Richard stops by “Canada AM” with a gaggle of gifts for the movie lover? Do you have a “Star Wars” fan on your list? How about a Lego First Order Special Forces Fighter or a Crochet Chewbacca? Do you need to buy for a “Pulp Fiction” fan? Why not pick up a Samuel L. Jackson gnome?
Synopsis: After enjoying big Easter and Passover meals, the Reel Guys like to treat the family to a good movie. Because there are as many different kinds of family movies as there are colours on the most psychedelic Ukrainian Easter egg, this week the guys have a look at their favourites. From the big screen to rentals for the small screen they choose movies that will put an extra hop in your step this weekend.
Richard: Mark, if you’re planning to take the kids out to the movies this weekend, there are two recent family flicks that deserve to be seen on the big screen. The Lego Movie is possibly the weirdest, most psychedelic kid’s entertainment since H.R. Pufnstuf, but it is also one of the best films of the year so far, kid’s movie or not. Then there is Mr. Peabody & Sherman, a big animated film inspired by a time travelling segment from the TV show Rocky and His Friends. It’s the only kid’s movie with an Oedipal joke and the kind of children’s movie that I think parents and kids will enjoy, but probably for completely different reasons.
Mark: Richard, so far The Lego Movie is the most exciting movie of the year, family or otherwise, but it should be noted that it, too, has a strong Oedipal theme in it. As a father of a three-year-old, I’m never quite sure what family entertainment means; what’s appropriate for my little boy is different than what might entertain an eight-year-old. Pretty much anything animated works for all ages, but then it gets complicated. And gender plays a role in choosing the right flick, too. Young girls love The Wizard of Oz, but young boys, not so much. But you never know. My little one loves Frozen, just out on DVD, even though it might seem “girly” to some.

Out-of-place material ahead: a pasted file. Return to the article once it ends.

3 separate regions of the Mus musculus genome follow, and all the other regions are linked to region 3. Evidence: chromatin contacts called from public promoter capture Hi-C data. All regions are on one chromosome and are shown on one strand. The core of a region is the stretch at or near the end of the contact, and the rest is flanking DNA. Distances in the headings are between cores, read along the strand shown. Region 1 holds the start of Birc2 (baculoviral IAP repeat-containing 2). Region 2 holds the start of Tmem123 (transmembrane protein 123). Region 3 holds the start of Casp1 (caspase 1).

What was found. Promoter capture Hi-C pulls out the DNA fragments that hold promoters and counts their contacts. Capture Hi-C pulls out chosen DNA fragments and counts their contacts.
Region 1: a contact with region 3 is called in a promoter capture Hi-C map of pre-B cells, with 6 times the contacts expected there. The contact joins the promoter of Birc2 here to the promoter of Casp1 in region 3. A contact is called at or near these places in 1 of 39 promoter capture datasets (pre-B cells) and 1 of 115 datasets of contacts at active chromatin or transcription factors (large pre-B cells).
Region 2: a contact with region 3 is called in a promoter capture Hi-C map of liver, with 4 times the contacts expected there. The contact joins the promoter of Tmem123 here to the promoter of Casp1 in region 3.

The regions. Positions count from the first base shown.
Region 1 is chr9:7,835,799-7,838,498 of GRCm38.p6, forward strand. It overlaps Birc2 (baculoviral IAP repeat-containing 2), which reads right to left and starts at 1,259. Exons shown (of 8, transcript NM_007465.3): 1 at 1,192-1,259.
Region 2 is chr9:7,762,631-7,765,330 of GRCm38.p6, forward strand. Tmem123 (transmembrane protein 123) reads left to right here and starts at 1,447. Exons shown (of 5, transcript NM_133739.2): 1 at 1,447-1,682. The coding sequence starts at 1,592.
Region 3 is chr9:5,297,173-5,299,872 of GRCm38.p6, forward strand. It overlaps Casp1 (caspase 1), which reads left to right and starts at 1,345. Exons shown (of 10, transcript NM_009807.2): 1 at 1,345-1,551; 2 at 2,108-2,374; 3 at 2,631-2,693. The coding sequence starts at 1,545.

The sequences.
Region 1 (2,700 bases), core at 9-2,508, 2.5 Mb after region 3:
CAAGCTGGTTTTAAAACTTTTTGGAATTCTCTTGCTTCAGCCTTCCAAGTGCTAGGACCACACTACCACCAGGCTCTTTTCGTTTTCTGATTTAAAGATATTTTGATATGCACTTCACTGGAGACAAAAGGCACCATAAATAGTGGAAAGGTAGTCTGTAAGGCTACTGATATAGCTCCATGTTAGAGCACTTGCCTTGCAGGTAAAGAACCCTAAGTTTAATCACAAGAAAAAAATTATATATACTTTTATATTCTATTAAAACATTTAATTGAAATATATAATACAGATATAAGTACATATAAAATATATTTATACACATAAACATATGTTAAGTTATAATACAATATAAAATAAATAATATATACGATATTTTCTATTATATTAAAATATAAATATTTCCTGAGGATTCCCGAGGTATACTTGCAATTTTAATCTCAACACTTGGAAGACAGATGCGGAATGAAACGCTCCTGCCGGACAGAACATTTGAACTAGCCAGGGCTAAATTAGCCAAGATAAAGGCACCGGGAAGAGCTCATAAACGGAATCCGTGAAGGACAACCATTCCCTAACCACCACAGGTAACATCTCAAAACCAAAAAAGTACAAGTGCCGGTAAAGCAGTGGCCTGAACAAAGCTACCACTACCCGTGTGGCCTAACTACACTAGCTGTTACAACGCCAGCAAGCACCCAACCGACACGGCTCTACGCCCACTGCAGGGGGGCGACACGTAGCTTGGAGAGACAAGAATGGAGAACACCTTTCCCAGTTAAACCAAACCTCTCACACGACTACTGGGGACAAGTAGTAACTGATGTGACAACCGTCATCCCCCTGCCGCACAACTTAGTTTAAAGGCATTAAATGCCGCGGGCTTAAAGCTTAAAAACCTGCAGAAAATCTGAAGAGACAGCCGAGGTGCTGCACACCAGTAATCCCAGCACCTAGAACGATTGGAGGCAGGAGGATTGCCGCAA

RC: People love Frozen. I’m not one of them, but there is no arguing with the success of that movie. I’m more on side with Despicable Me II, which I thought was great fun despite its predictable plot. The story of chrome-domed former bad guy Gru’s (Steve Carell) working with the Anti-Villain League could have written itself, but the inventive gags contained within are the reason the whole family will enjoy the movie. There are lots of fun characters, but it’s really all about the Minions — Gru’s yellow, jelly-bean-shaped helpers — who spice things up with their own special kind of anarchy. Speaking in gibberish, they’re fun and more than worth the rental.
MB: Despicable Me II is a treat but my little guy deemed it “too scawy”. But I look forward to a family viewing of E.T. — the greatest family movie ever. Young or old, boys or girls, who doesn’t love the tale of that lovable little alien? Also on my eventual DVD queue would be Gremlins and even Home Alone. Kids love movies with kid heroes.
RC: Speaking of kid heroes, the adaptation of the classic Maurice Sendak children’s book Where the Wild Things Are isn’t a movie for kids as much as it is a movie about being a kid. Max is the hero, a lonely kid who goes to where the wild things are. It’s a slow moving, simple film about deep feelings. It’s not a slick, brightly coloured kid’s film with a connect-the-dots plot and an easily digested moral, but it is a magical movie.
MB: I never got the appeal of the movie or the book, but maybe I’ve been missing something. But here’s an idea: Sit down with the family and watch A Hard Day’s Night. Everyone loves The Beatles, and this is the pop group in full cheeky-cute mode. Their rock songs from 1964 sound a lot like kids music today, with their melodic hooks and innocent lyrics.